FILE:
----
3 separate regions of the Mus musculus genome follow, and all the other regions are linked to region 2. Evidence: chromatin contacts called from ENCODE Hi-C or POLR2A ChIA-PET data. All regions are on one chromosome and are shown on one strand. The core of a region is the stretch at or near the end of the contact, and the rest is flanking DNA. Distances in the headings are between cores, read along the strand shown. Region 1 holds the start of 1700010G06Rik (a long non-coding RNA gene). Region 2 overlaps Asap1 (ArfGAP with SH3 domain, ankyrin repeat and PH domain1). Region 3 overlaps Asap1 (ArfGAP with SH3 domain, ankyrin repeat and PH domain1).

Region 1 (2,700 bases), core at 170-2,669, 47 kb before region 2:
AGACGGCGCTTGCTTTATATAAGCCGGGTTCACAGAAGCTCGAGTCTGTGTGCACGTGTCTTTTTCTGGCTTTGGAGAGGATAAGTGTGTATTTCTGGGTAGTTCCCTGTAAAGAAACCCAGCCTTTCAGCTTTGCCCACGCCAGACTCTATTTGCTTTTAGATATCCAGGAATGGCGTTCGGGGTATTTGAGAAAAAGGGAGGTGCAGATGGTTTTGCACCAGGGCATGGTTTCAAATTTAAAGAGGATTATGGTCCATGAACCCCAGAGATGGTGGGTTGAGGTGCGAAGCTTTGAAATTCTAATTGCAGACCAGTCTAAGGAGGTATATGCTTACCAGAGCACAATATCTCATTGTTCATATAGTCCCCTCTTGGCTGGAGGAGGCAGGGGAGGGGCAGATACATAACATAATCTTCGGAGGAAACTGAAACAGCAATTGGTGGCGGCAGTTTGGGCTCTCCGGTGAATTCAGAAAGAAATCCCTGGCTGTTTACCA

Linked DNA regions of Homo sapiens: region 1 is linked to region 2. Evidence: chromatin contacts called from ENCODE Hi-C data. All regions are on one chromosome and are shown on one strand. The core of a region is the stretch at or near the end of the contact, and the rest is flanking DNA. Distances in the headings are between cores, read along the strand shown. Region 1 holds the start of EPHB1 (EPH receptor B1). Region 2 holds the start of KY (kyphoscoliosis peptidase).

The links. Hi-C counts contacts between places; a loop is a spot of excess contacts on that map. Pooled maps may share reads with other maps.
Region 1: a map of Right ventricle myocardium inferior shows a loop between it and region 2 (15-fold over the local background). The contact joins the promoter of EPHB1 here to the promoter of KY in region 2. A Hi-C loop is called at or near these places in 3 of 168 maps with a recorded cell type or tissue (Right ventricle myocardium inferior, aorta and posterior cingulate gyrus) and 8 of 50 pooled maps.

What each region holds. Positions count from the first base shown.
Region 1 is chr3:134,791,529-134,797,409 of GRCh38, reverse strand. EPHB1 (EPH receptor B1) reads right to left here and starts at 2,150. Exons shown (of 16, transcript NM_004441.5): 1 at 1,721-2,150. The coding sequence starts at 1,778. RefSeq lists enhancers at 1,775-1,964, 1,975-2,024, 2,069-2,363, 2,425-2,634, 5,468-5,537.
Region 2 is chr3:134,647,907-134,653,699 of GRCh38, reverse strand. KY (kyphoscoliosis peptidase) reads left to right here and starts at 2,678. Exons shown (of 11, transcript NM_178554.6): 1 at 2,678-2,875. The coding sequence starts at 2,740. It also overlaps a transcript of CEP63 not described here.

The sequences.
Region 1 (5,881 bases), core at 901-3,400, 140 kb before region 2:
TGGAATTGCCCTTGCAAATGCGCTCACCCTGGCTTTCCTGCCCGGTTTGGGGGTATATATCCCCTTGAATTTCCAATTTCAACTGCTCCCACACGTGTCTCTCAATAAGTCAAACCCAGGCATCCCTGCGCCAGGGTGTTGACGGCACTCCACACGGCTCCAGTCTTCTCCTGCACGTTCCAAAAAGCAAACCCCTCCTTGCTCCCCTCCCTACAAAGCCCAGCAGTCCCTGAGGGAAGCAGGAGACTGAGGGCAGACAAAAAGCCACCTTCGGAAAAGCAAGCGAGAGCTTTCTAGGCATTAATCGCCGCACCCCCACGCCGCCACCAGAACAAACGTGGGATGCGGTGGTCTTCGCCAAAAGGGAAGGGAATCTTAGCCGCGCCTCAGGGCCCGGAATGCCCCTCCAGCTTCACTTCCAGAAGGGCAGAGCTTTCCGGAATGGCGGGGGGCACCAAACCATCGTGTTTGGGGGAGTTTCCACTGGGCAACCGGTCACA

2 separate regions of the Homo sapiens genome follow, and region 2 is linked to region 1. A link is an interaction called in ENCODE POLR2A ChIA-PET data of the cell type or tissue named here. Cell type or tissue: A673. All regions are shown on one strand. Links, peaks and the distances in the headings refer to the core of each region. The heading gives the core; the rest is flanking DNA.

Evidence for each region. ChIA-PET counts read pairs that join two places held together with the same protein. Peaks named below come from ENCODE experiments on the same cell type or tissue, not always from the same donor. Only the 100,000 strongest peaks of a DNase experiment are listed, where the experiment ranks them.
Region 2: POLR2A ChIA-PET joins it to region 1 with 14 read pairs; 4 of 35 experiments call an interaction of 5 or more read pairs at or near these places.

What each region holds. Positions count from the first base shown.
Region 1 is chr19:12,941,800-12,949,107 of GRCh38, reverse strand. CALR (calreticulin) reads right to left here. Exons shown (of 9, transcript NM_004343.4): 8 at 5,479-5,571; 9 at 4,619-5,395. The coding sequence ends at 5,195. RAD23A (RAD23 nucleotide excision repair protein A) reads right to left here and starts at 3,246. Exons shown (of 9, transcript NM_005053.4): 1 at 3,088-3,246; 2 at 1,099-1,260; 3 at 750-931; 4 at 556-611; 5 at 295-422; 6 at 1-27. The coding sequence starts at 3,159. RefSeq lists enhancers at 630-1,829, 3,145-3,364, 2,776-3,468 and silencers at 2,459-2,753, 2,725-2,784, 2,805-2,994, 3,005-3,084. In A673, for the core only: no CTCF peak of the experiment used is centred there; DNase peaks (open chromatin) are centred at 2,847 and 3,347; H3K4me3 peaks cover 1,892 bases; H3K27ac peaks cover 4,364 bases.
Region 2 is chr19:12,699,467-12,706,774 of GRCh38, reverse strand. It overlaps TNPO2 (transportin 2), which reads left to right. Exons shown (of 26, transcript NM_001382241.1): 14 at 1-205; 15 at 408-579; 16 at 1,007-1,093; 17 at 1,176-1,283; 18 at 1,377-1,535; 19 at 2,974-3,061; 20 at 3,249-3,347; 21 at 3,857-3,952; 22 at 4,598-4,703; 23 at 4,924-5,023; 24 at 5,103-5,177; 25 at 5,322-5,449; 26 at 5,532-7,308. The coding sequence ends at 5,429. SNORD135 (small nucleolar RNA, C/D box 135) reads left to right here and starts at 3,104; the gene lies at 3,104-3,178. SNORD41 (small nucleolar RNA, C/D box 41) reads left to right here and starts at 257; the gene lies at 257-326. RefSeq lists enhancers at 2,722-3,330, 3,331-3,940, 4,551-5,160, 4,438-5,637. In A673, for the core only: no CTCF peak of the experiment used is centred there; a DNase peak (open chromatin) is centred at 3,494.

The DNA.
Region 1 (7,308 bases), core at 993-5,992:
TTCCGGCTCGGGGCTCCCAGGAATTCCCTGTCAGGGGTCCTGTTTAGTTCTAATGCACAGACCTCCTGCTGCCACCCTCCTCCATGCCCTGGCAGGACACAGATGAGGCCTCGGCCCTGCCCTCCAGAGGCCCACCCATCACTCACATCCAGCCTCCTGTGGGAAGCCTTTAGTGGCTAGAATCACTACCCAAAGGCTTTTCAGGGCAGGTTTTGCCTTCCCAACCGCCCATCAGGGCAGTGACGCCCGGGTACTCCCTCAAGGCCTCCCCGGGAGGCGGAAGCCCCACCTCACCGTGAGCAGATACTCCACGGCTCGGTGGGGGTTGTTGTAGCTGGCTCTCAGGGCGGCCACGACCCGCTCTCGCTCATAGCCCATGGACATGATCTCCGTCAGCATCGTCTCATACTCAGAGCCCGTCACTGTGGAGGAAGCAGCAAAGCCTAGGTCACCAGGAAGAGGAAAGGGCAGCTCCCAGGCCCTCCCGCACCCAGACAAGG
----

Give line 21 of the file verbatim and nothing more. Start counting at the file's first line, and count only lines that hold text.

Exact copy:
TTCCGGCTCGGGGCTCCCAGGAATTCCCTGTCAGGGGTCCTGTTTAGTTCTAATGCACAGACCTCCTGCTGCCACCCTCCTCCATGCCCTGGCAGGACACAGATGAGGCCTCGGCCCTGCCCTCCAGAGGCCCACCCATCACTCACATCCAGCCTCCTGTGGGAAGCCTTTAGTGGCTAGAATCACTACCCAAAGGCTTTTCAGGGCAGGTTTTGCCTTCCCAACCGCCCATCAGGGCAGTGACGCCCGGGTACTCCCTCAAGGCCTCCCCGGGAGGCGGAAGCCCCACCTCACCGTGAGCAGATACTCCACGGCTCGGTGGGGGTTGTTGTAGCTGGCTCTCAGGGCGGCCACGACCCGCTCTCGCTCATAGCCCATGGACATGATCTCCGTCAGCATCGTCTCATACTCAGAGCCCGTCACTGTGGAGGAAGCAGCAAAGCCTAGGTCACCAGGAAGAGGAAAGGGCAGCTCCCAGGCCCTCCCGCACCCAGACAAGG